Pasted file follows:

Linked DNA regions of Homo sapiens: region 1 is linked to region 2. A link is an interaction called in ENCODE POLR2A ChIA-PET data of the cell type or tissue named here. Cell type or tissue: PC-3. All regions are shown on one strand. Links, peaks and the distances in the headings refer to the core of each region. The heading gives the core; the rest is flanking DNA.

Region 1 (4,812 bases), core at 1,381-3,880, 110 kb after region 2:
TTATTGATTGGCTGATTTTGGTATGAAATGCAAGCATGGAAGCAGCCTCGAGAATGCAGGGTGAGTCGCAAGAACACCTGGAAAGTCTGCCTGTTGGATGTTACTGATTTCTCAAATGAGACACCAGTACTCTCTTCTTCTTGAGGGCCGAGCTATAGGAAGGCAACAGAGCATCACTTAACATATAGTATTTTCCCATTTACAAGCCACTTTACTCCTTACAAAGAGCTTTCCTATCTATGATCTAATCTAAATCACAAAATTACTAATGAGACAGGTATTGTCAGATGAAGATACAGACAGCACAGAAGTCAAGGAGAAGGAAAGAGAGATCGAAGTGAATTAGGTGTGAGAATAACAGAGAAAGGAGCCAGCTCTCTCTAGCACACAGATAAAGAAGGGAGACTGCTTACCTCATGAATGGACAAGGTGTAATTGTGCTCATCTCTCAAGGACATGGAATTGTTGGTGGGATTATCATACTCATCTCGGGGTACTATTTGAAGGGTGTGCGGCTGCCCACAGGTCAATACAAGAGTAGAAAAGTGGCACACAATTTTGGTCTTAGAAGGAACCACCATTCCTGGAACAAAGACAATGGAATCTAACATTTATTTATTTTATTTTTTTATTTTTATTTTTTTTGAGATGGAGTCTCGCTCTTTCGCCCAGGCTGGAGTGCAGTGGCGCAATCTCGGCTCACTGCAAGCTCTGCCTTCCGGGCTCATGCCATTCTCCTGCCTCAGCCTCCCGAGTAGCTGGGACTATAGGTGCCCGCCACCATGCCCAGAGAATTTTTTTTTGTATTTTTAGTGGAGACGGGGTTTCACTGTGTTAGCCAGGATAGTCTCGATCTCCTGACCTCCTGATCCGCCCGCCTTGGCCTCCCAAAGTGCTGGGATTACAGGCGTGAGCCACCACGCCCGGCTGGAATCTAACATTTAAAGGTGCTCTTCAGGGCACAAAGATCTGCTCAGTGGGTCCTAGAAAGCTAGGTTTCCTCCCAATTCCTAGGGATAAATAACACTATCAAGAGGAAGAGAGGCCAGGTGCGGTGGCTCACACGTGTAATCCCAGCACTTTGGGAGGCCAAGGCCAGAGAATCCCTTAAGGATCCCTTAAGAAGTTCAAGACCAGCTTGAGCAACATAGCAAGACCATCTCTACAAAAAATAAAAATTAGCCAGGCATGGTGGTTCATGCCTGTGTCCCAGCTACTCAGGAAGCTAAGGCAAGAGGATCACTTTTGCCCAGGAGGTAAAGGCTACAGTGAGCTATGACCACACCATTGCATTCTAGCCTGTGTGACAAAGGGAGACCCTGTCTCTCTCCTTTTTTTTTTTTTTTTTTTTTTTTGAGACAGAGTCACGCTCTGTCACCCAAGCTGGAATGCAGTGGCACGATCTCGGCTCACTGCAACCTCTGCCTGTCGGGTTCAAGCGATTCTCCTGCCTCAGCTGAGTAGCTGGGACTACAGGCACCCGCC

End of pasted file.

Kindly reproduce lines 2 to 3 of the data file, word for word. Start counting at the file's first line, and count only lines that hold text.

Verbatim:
Region 1 (4,812 bases), core at 1,381-3,880, 110 kb after region 2:
TTATTGATTGGCTGATTTTGGTATGAAATGCAAGCATGGAAGCAGCCTCGAGAATGCAGGGTGAGTCGCAAGAACACCTGGAAAGTCTGCCTGTTGGATGTTACTGATTTCTCAAATGAGACACCAGTACTCTCTTCTTCTTGAGGGCCGAGCTATAGGAAGGCAACAGAGCATCACTTAACATATAGTATTTTCCCATTTACAAGCCACTTTACTCCTTACAAAGAGCTTTCCTATCTATGATCTAATCTAAATCACAAAATTACTAATGAGACAGGTATTGTCAGATGAAGATACAGACAGCACAGAAGTCAAGGAGAAGGAAAGAGAGATCGAAGTGAATTAGGTGTGAGAATAACAGAGAAAGGAGCCAGCTCTCTCTAGCACACAGATAAAGAAGGGAGACTGCTTACCTCATGAATGGACAAGGTGTAATTGTGCTCATCTCTCAAGGACATGGAATTGTTGGTGGGATTATCATACTCATCTCGGGGTACTATTTGAAGGGTGTGCGGCTGCCCACAGGTCAATACAAGAGTAGAAAAGTGGCACACAATTTTGGTCTTAGAAGGAACCACCATTCCTGGAACAAAGACAATGGAATCTAACATTTATTTATTTTATTTTTTTATTTTTATTTTTTTTGAGATGGAGTCTCGCTCTTTCGCCCAGGCTGGAGTGCAGTGGCGCAATCTCGGCTCACTGCAAGCTCTGCCTTCCGGGCTCATGCCATTCTCCTGCCTCAGCCTCCCGAGTAGCTGGGACTATAGGTGCCCGCCACCATGCCCAGAGAATTTTTTTTTGTATTTTTAGTGGAGACGGGGTTTCACTGTGTTAGCCAGGATAGTCTCGATCTCCTGACCTCCTGATCCGCCCGCCTTGGCCTCCCAAAGTGCTGGGATTACAGGCGTGAGCCACCACGCCCGGCTGGAATCTAACATTTAAAGGTGCTCTTCAGGGCACAAAGATCTGCTCAGTGGGTCCTAGAAAGCTAGGTTTCCTCCCAATTCCTAGGGATAAATAACACTATCAAGAGGAAGAGAGGCCAGGTGCGGTGGCTCACACGTGTAATCCCAGCACTTTGGGAGGCCAAGGCCAGAGAATCCCTTAAGGATCCCTTAAGAAGTTCAAGACCAGCTTGAGCAACATAGCAAGACCATCTCTACAAAAAATAAAAATTAGCCAGGCATGGTGGTTCATGCCTGTGTCCCAGCTACTCAGGAAGCTAAGGCAAGAGGATCACTTTTGCCCAGGAGGTAAAGGCTACAGTGAGCTATGACCACACCATTGCATTCTAGCCTGTGTGACAAAGGGAGACCCTGTCTCTCTCCTTTTTTTTTTTTTTTTTTTTTTTTGAGACAGAGTCACGCTCTGTCACCCAAGCTGGAATGCAGTGGCACGATCTCGGCTCACTGCAACCTCTGCCTGTCGGGTTCAAGCGATTCTCCTGCCTCAGCTGAGTAGCTGGGACTACAGGCACCCGCC